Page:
Vermont's new Republican governor says he is sticking with his Democratic predecessor's goal of getting 90 percent of the energy needed in the state from renewable sources by 2050. Scott said renewable energy technology also generates jobs, which he said fits in with his administration's economic development goals.
The energy debate on Capitol Hill this year could turn quickly into talk of farm policy as a large section of the utility sector and other groups prepare to make sure energy policy doesn't get overlooked in next year's farm bill.
The next five-year reauthorization of the farm bill comes up in 2018, which has groups set to make sure the bill's increased energy focus over the last decade doesn't face the cuts it experienced in the last Congress.
The Public Utilities Commission of Nevada (PUCN) has voted to restore favorable rates for residential solar customers in NV Energy’s Sierra Pacific Power Company’s service territory -- exactly one year after the commission passed a controversial fee increase that brought the state’s residential solar market to a halt. In the draft order approved Thursday, Chairman Joseph Reynolds wrote: “Abraham Lincoln once said that ‘Bad promises are better broken than kept.’ The PUCN’s prior decisions on [net energy metering], in several respects, maybe best viewed as a promise better left unkept. The PUCN is free to apply a new approach.” Advocates for distributed solar cheered the rate change, which they say will revive the solar industry and bring back energy options for customers in northern Nevada. The December 2015 decision phased out retail-rate net metering for the excess generation solar customers send back to the grid, and tripled fixed charges for solar customers over a four-year period. The timeline was later stretched to 12-years. The ruling was applied to both new and current solar customers, sparking outrage among ratepayers who saw their expected savings from investing in solar all but disappear. While the PUCN later decided to grandfather in current solar customers on their existing rates, the rate change for new solar customers put Nevada’s residential solar market at a standstill.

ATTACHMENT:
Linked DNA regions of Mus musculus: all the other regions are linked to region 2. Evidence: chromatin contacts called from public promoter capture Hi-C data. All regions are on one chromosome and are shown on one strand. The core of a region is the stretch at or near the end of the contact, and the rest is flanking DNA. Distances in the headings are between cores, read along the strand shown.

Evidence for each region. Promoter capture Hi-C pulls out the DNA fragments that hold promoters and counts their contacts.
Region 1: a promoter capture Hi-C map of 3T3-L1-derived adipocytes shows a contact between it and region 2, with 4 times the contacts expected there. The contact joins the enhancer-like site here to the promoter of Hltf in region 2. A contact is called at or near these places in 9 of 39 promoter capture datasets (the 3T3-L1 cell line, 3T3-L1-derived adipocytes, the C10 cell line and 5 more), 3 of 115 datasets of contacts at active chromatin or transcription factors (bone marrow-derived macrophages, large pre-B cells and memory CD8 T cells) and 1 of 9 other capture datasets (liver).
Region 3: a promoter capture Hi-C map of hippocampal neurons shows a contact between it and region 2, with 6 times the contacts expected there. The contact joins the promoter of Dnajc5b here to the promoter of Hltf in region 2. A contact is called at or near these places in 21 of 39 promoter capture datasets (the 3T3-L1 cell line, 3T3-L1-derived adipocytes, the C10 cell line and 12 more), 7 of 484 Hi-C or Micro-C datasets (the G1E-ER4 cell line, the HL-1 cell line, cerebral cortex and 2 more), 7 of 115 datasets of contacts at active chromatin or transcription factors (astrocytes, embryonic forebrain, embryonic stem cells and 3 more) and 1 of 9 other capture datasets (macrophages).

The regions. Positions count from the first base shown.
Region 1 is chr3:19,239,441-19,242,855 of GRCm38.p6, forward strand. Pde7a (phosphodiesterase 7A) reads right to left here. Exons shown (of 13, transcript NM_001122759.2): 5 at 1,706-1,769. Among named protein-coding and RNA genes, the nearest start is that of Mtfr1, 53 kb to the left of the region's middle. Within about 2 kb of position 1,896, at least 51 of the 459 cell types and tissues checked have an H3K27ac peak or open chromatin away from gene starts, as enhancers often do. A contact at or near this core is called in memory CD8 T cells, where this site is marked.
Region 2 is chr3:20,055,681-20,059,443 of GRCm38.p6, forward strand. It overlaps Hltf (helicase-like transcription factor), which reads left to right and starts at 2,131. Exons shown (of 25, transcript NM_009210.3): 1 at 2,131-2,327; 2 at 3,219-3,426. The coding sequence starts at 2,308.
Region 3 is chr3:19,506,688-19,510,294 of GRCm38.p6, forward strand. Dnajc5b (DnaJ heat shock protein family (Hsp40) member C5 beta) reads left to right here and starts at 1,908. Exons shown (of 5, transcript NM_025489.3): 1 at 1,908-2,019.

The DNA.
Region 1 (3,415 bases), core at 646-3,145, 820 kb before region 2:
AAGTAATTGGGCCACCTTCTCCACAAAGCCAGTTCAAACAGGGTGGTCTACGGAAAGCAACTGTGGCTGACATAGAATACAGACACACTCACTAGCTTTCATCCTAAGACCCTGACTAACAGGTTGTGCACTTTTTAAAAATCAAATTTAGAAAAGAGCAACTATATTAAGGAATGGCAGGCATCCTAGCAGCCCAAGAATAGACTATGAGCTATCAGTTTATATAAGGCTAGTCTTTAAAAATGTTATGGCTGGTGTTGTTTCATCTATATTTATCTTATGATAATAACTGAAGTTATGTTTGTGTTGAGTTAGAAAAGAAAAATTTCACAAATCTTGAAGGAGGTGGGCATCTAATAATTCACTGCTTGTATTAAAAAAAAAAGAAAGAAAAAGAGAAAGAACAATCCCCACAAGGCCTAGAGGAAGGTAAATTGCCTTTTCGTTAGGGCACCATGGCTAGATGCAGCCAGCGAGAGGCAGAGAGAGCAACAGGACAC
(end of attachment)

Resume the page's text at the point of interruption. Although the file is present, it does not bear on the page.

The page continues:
More than 500,000 electric cars have been sold in the United States, according to a report from an electric vehicle charger operator. The sale of more than 130,000 plug-in hybrid or battery-powered electric vehicles between November 2015 and November 2016 pushed the total number of electric cars sold in the U.S. to 542,000. The milestone was highlighted in a report by Chargepoint, first seen by the technology news website Recode, which also ranked the U.S. with the highest electric vehicle adoption. California, home of Silicon Valley and Tesla, has the highest number of electric vehicles in operation, ahead of Georgia, Washington, Florida and Texas.